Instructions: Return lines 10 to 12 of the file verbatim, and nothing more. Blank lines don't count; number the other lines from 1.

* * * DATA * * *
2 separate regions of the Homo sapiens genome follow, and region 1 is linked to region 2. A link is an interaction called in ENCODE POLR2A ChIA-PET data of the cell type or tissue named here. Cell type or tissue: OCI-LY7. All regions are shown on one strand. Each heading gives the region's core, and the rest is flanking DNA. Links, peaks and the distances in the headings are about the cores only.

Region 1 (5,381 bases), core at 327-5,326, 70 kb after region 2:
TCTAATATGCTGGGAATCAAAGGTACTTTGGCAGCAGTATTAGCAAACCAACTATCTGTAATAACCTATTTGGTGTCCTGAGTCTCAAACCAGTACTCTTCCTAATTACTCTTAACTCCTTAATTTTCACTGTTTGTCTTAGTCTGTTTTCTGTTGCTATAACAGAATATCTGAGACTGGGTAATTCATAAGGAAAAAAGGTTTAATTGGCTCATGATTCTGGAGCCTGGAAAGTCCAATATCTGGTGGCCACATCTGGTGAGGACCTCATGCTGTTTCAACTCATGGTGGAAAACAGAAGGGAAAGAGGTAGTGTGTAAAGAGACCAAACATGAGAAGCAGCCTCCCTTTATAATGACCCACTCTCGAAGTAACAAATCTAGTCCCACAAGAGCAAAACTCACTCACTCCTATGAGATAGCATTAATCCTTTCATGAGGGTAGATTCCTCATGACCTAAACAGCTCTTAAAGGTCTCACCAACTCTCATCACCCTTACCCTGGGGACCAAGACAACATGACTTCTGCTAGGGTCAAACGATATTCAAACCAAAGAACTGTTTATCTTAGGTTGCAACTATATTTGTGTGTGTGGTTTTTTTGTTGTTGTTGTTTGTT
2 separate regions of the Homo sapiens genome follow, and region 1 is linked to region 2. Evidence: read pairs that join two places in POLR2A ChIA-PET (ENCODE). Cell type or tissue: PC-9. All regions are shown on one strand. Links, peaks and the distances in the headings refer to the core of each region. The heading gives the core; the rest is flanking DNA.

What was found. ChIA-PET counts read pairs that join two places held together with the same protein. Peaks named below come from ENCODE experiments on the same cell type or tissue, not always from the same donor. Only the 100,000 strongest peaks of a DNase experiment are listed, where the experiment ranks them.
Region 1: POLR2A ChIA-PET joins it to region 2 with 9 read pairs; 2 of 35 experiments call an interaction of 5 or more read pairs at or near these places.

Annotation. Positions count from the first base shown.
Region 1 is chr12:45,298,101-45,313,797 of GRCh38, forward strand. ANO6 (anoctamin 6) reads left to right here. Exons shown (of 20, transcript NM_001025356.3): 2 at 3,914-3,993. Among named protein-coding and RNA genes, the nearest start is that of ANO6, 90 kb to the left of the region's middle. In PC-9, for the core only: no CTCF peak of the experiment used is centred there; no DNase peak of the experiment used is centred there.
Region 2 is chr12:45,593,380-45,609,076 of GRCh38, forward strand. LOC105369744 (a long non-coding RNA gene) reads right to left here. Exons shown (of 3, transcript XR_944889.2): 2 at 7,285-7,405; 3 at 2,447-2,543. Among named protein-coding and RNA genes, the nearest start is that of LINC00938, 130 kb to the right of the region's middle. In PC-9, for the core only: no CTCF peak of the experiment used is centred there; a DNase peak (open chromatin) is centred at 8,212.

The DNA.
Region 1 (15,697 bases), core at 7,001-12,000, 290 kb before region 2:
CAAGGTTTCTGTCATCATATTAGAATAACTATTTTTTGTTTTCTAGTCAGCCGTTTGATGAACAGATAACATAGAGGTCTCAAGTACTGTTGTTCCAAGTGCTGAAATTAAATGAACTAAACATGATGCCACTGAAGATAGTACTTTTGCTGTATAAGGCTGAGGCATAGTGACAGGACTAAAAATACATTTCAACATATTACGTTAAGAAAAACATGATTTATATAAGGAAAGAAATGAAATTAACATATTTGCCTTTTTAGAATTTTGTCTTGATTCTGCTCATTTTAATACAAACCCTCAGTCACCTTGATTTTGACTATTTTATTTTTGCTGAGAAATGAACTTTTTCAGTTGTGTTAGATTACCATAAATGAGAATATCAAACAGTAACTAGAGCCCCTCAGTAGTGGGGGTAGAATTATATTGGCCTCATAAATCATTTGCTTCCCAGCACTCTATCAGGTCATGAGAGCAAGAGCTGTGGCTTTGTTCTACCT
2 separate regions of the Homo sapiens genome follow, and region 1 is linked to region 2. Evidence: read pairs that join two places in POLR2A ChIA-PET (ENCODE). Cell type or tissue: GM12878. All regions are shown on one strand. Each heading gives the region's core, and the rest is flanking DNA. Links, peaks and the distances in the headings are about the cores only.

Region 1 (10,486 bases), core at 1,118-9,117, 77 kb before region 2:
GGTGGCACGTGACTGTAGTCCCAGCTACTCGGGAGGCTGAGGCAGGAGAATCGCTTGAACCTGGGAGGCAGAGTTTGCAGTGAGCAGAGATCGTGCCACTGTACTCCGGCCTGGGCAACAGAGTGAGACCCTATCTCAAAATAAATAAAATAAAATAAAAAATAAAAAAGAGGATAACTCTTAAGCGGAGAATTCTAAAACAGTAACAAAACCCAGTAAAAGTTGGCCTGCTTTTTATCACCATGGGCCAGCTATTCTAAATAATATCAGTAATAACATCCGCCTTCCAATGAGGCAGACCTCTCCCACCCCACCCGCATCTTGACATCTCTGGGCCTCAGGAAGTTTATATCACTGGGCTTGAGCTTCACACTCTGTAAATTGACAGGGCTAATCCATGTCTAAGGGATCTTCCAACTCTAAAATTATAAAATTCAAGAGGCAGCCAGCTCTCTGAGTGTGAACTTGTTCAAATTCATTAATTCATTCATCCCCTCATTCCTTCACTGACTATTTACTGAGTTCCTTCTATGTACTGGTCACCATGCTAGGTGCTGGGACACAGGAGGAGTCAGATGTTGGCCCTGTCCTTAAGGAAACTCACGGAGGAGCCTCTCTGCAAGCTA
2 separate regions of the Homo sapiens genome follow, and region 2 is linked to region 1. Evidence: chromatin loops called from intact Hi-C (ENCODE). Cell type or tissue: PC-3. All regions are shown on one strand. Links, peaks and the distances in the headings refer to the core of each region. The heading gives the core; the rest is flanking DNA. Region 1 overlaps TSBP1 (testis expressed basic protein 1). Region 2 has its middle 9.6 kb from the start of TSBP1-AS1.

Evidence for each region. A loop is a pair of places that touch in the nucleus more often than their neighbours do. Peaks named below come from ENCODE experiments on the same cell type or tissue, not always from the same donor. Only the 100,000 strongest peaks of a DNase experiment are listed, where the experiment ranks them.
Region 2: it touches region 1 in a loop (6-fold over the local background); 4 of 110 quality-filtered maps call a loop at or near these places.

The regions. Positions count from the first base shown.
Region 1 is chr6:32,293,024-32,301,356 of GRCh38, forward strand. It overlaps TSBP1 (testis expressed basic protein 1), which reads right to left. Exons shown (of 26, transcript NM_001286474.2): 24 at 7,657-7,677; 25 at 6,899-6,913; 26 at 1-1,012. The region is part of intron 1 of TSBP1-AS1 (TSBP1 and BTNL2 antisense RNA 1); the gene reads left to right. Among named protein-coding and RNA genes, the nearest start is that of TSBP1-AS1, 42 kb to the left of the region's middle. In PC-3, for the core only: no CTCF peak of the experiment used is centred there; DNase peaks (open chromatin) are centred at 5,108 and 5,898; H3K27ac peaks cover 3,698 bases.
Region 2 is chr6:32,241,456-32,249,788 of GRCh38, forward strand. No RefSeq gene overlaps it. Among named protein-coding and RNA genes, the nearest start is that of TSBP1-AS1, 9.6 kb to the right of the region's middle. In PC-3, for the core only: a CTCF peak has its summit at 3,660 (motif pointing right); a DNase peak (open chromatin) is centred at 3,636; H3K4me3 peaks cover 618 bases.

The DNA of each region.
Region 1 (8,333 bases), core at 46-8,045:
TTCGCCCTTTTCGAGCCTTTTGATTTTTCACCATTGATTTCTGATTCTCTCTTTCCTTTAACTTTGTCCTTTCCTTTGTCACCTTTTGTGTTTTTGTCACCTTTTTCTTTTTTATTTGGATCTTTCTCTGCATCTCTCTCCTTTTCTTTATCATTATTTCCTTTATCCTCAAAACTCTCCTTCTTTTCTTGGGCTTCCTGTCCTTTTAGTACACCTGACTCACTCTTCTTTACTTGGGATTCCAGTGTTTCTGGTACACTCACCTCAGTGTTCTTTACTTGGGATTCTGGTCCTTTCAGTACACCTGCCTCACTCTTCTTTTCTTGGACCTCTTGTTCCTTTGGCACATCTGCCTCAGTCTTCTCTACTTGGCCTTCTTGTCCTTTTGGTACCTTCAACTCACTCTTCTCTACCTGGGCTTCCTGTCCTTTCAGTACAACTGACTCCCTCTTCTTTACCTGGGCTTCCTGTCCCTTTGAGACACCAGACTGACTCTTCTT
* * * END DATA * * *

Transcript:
The DNA.
Region 1 (15,697 bases), core at 7,001-12,000, 290 kb before region 2:
CAAGGTTTCTGTCATCATATTAGAATAACTATTTTTTGTTTTCTAGTCAGCCGTTTGATGAACAGATAACATAGAGGTCTCAAGTACTGTTGTTCCAAGTGCTGAAATTAAATGAACTAAACATGATGCCACTGAAGATAGTACTTTTGCTGTATAAGGCTGAGGCATAGTGACAGGACTAAAAATACATTTCAACATATTACGTTAAGAAAAACATGATTTATATAAGGAAAGAAATGAAATTAACATATTTGCCTTTTTAGAATTTTGTCTTGATTCTGCTCATTTTAATACAAACCCTCAGTCACCTTGATTTTGACTATTTTATTTTTGCTGAGAAATGAACTTTTTCAGTTGTGTTAGATTACCATAAATGAGAATATCAAACAGTAACTAGAGCCCCTCAGTAGTGGGGGTAGAATTATATTGGCCTCATAAATCATTTGCTTCCCAGCACTCTATCAGGTCATGAGAGCAAGAGCTGTGGCTTTGTTCTACCT